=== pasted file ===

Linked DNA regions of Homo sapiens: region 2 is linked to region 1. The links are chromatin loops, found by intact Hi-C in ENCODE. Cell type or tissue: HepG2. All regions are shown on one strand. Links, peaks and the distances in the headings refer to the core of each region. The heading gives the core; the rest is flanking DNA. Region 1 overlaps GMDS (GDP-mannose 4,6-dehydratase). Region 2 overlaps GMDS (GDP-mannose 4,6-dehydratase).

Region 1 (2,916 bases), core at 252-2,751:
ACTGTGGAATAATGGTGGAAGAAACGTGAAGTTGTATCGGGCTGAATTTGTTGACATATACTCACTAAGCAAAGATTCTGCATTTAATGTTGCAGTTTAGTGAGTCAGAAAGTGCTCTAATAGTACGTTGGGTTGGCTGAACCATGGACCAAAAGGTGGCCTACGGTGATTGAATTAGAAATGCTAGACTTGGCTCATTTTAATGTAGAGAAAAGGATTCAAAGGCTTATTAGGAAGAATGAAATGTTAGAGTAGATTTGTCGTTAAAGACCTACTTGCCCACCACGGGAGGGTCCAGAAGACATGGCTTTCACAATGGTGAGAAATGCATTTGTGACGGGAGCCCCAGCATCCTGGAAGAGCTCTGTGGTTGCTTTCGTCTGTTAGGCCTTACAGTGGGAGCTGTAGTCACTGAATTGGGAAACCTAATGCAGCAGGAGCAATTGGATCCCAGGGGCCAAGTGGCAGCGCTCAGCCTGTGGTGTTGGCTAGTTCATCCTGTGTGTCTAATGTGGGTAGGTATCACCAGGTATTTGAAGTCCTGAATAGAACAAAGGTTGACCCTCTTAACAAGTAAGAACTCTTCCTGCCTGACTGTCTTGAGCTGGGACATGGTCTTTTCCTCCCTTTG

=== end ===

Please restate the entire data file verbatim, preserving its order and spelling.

Linked DNA regions of Homo sapiens: region 2 is linked to region 1. The links are chromatin loops, found by intact Hi-C in ENCODE. Cell type or tissue: HepG2. All regions are shown on one strand. Links, peaks and the distances in the headings refer to the core of each region. The heading gives the core; the rest is flanking DNA. Region 1 overlaps GMDS (GDP-mannose 4,6-dehydratase). Region 2 overlaps GMDS (GDP-mannose 4,6-dehydratase).

Region 1 (2,916 bases), core at 252-2,751:
ACTGTGGAATAATGGTGGAAGAAACGTGAAGTTGTATCGGGCTGAATTTGTTGACATATACTCACTAAGCAAAGATTCTGCATTTAATGTTGCAGTTTAGTGAGTCAGAAAGTGCTCTAATAGTACGTTGGGTTGGCTGAACCATGGACCAAAAGGTGGCCTACGGTGATTGAATTAGAAATGCTAGACTTGGCTCATTTTAATGTAGAGAAAAGGATTCAAAGGCTTATTAGGAAGAATGAAATGTTAGAGTAGATTTGTCGTTAAAGACCTACTTGCCCACCACGGGAGGGTCCAGAAGACATGGCTTTCACAATGGTGAGAAATGCATTTGTGACGGGAGCCCCAGCATCCTGGAAGAGCTCTGTGGTTGCTTTCGTCTGTTAGGCCTTACAGTGGGAGCTGTAGTCACTGAATTGGGAAACCTAATGCAGCAGGAGCAATTGGATCCCAGGGGCCAAGTGGCAGCGCTCAGCCTGTGGTGTTGGCTAGTTCATCCTGTGTGTCTAATGTGGGTAGGTATCACCAGGTATTTGAAGTCCTGAATAGAACAAAGGTTGACCCTCTTAACAAGTAAGAACTCTTCCTGCCTGACTGTCTTGAGCTGGGACATGGTCTTTTCCTCCCTTTG